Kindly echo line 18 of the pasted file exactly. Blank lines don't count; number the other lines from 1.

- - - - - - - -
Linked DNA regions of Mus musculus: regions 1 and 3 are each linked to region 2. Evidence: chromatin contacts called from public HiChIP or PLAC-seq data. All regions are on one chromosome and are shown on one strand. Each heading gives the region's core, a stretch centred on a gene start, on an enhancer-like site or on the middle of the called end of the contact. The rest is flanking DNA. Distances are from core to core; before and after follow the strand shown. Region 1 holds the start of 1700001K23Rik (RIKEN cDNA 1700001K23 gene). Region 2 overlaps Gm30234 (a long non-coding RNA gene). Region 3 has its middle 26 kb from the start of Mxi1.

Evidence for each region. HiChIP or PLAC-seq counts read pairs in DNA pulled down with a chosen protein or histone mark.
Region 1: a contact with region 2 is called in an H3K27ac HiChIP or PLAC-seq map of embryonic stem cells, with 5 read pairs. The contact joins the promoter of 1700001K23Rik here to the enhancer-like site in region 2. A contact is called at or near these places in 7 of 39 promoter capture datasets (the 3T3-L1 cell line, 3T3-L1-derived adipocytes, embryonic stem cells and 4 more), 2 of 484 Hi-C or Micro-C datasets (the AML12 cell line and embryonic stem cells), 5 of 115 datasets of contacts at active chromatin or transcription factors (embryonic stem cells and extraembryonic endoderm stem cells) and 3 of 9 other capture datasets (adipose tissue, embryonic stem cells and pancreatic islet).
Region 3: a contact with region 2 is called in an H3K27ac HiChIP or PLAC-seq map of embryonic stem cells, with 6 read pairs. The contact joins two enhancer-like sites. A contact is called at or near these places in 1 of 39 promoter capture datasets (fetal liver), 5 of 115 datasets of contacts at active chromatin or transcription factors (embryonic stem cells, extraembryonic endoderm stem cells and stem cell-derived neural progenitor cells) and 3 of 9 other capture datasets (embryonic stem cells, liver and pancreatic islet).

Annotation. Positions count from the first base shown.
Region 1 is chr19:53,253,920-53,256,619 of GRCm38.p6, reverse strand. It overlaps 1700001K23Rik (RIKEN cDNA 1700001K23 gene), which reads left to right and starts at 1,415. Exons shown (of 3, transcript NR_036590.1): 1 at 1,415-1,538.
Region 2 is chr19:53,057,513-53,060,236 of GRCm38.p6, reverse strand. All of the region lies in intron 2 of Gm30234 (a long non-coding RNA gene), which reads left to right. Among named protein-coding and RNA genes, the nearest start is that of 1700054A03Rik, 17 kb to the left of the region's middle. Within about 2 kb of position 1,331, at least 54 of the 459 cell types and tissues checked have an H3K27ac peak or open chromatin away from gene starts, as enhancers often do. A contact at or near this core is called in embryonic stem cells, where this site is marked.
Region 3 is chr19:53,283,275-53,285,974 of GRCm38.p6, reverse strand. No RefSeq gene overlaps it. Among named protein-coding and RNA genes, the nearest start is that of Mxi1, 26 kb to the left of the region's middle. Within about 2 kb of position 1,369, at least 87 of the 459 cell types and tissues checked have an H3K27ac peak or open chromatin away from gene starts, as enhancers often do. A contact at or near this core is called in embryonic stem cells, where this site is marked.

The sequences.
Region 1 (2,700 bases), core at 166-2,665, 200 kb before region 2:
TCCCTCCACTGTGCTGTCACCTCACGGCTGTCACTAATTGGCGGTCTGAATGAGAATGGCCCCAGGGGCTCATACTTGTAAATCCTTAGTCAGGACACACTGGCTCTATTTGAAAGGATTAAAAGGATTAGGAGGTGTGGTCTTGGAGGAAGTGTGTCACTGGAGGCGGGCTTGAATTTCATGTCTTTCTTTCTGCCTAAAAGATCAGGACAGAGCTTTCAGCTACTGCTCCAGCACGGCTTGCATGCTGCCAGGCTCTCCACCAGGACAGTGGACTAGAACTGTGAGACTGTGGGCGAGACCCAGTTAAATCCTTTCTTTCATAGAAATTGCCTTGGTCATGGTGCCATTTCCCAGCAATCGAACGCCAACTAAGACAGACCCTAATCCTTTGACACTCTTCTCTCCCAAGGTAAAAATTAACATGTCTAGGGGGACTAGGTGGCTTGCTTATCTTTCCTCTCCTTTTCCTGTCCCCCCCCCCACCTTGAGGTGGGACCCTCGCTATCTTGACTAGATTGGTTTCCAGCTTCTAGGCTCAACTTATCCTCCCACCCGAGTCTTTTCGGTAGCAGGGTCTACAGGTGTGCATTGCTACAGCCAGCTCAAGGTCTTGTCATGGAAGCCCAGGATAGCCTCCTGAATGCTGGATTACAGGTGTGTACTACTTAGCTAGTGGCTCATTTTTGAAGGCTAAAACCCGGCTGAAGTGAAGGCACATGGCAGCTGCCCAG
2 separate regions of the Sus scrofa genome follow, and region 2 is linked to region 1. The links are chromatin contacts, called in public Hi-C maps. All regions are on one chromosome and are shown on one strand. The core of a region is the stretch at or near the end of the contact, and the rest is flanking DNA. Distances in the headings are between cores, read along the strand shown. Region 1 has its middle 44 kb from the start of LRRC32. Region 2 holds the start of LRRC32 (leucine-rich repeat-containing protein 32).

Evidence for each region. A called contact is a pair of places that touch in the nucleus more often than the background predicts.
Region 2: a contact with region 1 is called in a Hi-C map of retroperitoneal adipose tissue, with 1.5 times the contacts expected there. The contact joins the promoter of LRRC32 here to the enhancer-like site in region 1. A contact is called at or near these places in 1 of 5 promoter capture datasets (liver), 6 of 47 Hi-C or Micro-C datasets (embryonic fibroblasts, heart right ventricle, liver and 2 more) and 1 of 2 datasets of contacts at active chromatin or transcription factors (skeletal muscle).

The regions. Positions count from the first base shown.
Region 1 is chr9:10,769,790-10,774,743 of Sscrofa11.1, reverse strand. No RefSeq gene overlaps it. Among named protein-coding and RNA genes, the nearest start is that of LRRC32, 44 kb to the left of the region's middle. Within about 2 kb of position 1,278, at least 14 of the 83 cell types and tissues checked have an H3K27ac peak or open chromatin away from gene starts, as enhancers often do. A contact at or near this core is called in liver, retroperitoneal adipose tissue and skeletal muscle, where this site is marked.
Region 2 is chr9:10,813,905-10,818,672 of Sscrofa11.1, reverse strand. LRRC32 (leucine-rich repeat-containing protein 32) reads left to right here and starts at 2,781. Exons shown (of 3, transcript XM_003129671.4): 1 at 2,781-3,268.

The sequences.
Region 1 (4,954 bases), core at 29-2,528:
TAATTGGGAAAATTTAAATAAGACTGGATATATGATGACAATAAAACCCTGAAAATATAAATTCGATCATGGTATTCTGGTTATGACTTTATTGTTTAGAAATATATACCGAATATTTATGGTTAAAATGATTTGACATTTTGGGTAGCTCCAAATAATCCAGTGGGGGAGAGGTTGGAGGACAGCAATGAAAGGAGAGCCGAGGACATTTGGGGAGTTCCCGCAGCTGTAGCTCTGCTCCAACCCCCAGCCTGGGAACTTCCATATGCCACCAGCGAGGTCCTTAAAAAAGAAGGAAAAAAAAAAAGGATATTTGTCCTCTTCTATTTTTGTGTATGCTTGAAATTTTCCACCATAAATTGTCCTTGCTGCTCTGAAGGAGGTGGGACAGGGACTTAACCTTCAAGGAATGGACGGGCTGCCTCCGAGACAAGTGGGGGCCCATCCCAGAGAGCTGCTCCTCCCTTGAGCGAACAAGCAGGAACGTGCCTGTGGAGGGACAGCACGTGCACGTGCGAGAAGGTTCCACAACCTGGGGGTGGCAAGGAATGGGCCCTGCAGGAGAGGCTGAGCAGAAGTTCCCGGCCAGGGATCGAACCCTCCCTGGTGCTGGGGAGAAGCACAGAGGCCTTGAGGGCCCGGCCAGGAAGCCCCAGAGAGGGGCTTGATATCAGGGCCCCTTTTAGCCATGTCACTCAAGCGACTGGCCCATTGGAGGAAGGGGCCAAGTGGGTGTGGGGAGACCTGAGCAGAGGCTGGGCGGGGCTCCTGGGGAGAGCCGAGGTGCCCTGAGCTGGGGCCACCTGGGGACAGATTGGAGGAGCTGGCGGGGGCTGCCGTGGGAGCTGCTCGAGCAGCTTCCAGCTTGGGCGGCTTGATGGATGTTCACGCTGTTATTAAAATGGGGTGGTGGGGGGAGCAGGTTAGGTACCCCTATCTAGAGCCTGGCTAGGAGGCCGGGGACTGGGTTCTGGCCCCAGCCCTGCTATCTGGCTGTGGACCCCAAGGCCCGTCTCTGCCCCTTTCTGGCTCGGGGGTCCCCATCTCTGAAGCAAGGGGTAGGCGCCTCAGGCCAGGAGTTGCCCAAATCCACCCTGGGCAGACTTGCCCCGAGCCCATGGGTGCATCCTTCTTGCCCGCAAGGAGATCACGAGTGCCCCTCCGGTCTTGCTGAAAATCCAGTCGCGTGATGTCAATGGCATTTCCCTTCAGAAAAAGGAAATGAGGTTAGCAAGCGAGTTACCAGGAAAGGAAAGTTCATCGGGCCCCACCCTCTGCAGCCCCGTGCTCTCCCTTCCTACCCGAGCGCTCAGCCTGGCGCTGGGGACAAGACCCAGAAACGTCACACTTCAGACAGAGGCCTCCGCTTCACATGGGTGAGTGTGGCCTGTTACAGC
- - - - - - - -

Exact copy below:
The sequences.